Final Banzai cheers of the crew of IJN aircraft carrier Zuikaku at the Battle of Leyte Gulf, before the vessel rolled over and sank stern-first, taking with it 842 of the crew (including the captain).
We've all seen that picture of Hitler admiring his huge Gustav canon, but here is one of its shells just for reference.
Falklands War, 1982: Taken from the deck of HMS Broadsword, this picture shows two Argentinian A-4 Skyhawks attacking the ship, with AA fire surrounding them. Broadsword was damaged in the attack, though not seriously. However immediately afterwards another British ship, HMS Coventry, was attacked by two other Skyhawks, and struck by three bombs just above the water line. The crew was forced to abandon her 20 minutes after the attack, and the ship sank soon after.
This picture was taken 4 June, 1943 on the island of Attu, in the Aleutian chain. This is the only land battle of World War 2 fought on United States soil.
This picture I'm not sure about, are these guys Jap army or Navy? Is this fake even? Does anybody know?
Oh so fake, thanks for clearing that up for me.
That's fucking nuts.
Survivors of the Great Kanto Earthquake in Japan in 1923.
Finnish Waffen-SS men returning to Finland from Germany, 1943.
Crew of the B-29 Superfortress "Waddy's Wagon" posing for a picture, 1944. They were all killed when "Waddy's Wagon" was shot down over Musashino, Japan on January 9, 1945.
Ships of the Imperial German Navy interned at Scapa Flow, Scotland after the surrender of Germany in 1918.
When the Germans learned of the possible terms of the Treaty of Versailles in May 1919 (that the ships might be divided between the winning nations), commander of the German fleet, admiral Ludwig von Reuter, ordered preparations to be made in secret so that the ships could be scuttled. On 21st of June 1919 the order was given to scuttle the fleet, and while the Royal Navy managed to beach a number of the ships, 52 of the 74 interned vessels sank to the bottom of Scapa Flow.
gonna post some pics of the early british naval lighter-than-air force.
These airships were used in WWII to find and sink German subs, as well as keep lookout and perform rescues at sea.
in-flight maintenance on the open-access engines was one of the aspects of lighter-than-air flight that allowed it to maintain a high level of endurance on patrol. No british convoys lost a ship while under the protection of british airships.
The design of the airship was actually semi-rigid. Three gas envelopes containing multiple gas bags were joined by an axial strut that extended from bow to stern, granting aerodynamic qualities without the weight of a full dirigible frame.
Downsides were limited size and an limited ability to build inside the envelope.
on calm seas, resupply and rescue operations were easily carried out by floating low over the water.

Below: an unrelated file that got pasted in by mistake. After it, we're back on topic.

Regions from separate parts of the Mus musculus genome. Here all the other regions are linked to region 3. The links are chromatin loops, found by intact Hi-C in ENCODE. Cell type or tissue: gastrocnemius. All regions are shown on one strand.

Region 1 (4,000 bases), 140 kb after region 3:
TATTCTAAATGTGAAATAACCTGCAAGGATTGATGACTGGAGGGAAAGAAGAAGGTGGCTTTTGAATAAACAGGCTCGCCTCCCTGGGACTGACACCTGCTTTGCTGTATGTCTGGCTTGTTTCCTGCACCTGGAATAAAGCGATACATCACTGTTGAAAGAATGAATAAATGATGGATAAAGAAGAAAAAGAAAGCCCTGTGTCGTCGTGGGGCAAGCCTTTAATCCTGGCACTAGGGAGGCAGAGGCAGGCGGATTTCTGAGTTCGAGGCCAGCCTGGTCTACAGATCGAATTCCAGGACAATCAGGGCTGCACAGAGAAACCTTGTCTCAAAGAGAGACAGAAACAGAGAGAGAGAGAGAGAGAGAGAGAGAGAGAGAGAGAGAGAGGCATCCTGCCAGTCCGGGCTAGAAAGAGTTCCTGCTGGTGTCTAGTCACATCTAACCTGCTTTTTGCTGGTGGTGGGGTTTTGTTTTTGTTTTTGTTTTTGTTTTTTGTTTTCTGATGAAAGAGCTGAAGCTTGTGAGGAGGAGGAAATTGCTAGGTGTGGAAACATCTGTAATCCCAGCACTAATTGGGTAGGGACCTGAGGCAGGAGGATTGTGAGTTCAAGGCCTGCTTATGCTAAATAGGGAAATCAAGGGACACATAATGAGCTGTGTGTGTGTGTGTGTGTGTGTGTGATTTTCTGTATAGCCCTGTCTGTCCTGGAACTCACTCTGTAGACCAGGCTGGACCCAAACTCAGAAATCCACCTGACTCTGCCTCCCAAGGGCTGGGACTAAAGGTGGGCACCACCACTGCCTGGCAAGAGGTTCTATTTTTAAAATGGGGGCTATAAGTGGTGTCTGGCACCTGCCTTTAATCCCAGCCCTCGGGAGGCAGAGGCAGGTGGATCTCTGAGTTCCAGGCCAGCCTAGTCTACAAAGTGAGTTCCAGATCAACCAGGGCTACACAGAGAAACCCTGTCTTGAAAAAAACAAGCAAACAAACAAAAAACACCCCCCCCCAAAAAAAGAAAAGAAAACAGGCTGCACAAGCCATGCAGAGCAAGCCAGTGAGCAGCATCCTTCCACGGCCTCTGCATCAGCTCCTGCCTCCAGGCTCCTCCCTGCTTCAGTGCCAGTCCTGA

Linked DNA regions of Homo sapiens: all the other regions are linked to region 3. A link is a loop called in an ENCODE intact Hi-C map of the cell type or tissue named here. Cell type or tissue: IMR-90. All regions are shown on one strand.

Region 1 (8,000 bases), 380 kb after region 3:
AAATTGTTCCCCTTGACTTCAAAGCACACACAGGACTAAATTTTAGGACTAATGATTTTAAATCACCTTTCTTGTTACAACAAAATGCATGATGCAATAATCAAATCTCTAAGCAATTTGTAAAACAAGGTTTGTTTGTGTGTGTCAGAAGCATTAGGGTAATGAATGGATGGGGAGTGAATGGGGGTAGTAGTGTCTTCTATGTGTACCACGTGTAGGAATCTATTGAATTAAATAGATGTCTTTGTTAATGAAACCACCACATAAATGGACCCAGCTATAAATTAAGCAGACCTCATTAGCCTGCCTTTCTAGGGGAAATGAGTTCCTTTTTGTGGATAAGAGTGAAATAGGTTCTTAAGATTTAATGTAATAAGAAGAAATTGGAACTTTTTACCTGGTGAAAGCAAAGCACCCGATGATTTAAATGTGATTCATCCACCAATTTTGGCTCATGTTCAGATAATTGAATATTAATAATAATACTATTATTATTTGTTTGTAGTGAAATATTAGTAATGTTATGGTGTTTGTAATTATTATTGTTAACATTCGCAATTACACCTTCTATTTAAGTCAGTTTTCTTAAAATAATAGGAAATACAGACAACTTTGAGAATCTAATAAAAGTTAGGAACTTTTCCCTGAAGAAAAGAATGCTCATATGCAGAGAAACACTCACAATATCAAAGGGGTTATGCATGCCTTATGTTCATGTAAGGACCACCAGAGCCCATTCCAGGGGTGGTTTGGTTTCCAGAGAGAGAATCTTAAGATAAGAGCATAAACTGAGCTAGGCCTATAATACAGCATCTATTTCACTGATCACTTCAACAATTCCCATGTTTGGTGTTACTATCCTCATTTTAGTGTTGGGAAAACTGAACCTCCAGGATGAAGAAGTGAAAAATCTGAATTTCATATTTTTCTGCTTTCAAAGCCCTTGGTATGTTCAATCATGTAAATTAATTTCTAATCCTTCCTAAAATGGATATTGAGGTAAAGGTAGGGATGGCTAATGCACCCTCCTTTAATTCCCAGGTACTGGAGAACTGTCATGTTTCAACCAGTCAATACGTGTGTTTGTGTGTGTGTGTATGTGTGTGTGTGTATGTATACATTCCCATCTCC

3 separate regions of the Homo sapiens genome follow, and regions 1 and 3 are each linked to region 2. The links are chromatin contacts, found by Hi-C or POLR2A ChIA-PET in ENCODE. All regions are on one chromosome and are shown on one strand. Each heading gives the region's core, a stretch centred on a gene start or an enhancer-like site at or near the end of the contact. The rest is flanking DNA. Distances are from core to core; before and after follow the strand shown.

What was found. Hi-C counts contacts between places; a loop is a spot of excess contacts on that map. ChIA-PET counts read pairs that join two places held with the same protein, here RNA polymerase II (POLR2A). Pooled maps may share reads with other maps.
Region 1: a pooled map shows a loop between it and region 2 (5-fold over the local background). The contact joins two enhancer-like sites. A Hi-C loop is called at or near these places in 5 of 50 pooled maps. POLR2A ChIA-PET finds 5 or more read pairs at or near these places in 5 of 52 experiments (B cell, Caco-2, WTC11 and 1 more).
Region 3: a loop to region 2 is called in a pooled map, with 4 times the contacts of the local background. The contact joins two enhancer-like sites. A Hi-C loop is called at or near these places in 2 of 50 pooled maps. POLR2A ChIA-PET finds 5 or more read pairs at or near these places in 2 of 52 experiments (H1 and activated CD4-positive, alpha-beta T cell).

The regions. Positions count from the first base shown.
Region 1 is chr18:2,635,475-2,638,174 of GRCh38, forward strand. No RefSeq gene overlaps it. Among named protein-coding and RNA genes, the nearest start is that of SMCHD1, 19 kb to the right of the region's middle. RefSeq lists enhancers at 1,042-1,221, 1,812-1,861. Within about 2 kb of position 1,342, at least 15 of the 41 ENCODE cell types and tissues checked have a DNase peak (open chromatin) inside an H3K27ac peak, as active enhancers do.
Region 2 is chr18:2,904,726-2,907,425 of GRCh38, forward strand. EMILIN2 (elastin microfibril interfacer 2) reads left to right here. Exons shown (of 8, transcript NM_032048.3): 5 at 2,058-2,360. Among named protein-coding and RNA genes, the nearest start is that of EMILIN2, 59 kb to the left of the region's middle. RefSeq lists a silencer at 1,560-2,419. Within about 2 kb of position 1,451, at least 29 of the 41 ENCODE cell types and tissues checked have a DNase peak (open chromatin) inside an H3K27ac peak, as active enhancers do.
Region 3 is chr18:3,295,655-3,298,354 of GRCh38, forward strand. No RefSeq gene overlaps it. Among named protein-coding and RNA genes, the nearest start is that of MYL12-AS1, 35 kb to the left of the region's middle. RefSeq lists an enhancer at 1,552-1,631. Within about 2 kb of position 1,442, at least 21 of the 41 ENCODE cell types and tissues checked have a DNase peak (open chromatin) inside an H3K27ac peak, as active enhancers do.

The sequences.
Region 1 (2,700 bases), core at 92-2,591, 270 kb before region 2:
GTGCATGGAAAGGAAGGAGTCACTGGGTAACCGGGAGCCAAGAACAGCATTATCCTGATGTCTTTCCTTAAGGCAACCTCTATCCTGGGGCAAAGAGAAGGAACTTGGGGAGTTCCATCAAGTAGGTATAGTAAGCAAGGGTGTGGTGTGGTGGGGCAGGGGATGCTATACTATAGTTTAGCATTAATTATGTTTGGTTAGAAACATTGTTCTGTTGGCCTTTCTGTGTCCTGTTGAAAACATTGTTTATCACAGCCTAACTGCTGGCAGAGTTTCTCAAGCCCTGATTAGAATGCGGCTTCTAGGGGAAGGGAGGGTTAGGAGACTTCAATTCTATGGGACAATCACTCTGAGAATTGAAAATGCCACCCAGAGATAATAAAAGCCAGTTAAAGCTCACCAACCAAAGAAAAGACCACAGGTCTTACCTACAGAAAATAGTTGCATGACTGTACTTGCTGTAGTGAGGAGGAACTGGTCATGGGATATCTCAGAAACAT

Bored crews managed to set several endurance records which were not broken until the 70s or 80s.
Here in the storage hangar, you can see some of the ballast and external equipment on the ship. This ballast would be dropped so that the ship could gain altitude; then the helium lifting gas would be vented to lose altitude.
This was a fairly simple form of ballast compared to german and later american airships, which also used water ballast and aerodynamics to attain and lose lift.
After the WWII, great strikes happened in France. This one is in the mines of the North. They sent the army.
Specifically, that's Fort Douaumont, which traded hands a couple of times over the course of the war and was such a thorn in the side of the French that they decided to base their entire WWII strategy around fortifications.
Metaphor for the whole war right there.
Soviet and British troops chat after the first combined Allied operation of the war, an invasion of Iran to secure its oilfields and road links for the Allied war effort.
Metaphor indeed. As far as encapsulating the conflict, though, I've always found this photo the most evocative.
Wow I see my thread's still up, that's cool.
I'll post some more WW1 for now.
Text in the file-names.
This one stands out for me. I'm always taken by how even in such times, man will come to the aid of another in need, even his enemy.
This was an one of the earliest forms of color photography used here, I don't remember what it's called.
You can't imagine what it must have been like.
Its on page 2 and threads last for a while on /his/.
Nice pic, was gonna post it next. True, just want to see how many people are checking out these sweet pics.
I know what you mean. Regardless what theater, the brutal fighting those men faced was honestly the pinnacle of total war. It truly is hard to imagine, almost like it ascends normal human comprehension.
Alright sorry for the wait.
Your welcome, these aren't what you see everyday.
Please leave a message at the sound of the Archduke being shot.
I'll keep doing WW1 for now.
Go for it.
Artist self-portrait during the battle of berlin